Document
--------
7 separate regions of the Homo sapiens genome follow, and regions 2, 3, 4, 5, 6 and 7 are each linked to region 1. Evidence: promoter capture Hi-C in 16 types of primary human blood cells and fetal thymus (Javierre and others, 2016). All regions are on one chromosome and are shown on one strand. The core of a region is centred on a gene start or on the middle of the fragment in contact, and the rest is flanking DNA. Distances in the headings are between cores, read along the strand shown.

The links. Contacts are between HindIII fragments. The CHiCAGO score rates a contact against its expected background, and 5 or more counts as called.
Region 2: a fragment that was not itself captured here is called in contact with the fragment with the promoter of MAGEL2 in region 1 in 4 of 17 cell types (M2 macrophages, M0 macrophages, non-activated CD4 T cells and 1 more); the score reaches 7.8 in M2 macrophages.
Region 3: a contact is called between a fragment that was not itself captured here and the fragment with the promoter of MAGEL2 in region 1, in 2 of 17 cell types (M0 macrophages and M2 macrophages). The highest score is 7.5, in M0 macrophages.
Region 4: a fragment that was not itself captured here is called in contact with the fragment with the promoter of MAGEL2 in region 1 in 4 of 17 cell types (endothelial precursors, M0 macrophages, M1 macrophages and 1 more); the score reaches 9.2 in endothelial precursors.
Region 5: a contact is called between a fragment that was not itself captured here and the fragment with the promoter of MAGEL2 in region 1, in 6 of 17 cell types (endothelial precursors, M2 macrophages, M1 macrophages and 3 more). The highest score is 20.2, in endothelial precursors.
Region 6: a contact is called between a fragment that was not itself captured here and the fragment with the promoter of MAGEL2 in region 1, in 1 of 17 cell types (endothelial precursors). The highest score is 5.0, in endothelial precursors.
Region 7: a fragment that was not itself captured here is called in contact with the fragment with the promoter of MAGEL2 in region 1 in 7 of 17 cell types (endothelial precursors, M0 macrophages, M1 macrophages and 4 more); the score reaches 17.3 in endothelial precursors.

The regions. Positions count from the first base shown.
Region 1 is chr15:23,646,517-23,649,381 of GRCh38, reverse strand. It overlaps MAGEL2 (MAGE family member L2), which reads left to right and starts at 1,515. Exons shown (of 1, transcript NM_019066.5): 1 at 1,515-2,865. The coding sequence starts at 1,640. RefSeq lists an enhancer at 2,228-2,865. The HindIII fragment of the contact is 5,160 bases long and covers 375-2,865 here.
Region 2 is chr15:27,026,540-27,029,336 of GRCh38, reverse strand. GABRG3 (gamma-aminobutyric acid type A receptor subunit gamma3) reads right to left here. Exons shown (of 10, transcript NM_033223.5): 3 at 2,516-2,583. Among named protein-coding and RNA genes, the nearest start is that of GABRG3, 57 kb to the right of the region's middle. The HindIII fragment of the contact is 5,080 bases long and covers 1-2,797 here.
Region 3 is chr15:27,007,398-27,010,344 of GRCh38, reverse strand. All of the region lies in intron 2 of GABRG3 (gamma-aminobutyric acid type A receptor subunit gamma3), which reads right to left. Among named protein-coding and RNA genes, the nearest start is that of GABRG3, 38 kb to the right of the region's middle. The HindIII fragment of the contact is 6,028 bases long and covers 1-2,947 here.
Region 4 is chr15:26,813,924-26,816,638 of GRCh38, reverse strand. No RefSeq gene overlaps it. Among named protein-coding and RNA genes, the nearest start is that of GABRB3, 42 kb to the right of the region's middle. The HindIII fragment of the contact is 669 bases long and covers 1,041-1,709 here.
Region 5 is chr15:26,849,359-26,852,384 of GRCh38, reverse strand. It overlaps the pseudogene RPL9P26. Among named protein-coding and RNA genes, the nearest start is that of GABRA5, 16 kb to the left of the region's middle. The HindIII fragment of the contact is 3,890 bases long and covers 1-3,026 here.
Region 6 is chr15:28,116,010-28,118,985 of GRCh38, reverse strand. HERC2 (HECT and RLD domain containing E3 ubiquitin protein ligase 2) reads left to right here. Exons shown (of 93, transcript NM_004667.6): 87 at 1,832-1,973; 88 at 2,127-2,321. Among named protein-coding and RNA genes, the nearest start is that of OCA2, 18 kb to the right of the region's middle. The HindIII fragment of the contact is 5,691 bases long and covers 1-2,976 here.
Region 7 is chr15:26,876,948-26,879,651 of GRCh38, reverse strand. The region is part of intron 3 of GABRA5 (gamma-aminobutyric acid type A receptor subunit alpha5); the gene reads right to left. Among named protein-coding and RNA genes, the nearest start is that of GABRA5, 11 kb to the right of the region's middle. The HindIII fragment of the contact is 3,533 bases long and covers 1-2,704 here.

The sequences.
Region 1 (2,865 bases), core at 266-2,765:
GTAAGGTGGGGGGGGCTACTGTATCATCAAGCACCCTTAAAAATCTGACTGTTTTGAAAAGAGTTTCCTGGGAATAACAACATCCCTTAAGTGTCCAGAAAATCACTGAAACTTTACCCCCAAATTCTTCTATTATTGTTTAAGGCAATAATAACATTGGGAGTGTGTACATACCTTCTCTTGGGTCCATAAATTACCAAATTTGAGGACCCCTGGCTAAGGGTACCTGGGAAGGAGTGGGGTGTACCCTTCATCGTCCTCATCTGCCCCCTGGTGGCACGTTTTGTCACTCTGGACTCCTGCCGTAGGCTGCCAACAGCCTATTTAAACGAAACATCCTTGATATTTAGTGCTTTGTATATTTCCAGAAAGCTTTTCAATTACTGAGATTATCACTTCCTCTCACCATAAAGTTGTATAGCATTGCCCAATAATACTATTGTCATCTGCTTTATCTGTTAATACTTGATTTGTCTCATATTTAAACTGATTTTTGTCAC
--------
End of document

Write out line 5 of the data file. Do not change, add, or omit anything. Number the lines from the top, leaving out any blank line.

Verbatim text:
Region 4: a fragment that was not itself captured here is called in contact with the fragment with the promoter of MAGEL2 in region 1 in 4 of 17 cell types (endothelial precursors, M0 macrophages, M1 macrophages and 1 more); the score reaches 9.2 in endothelial precursors.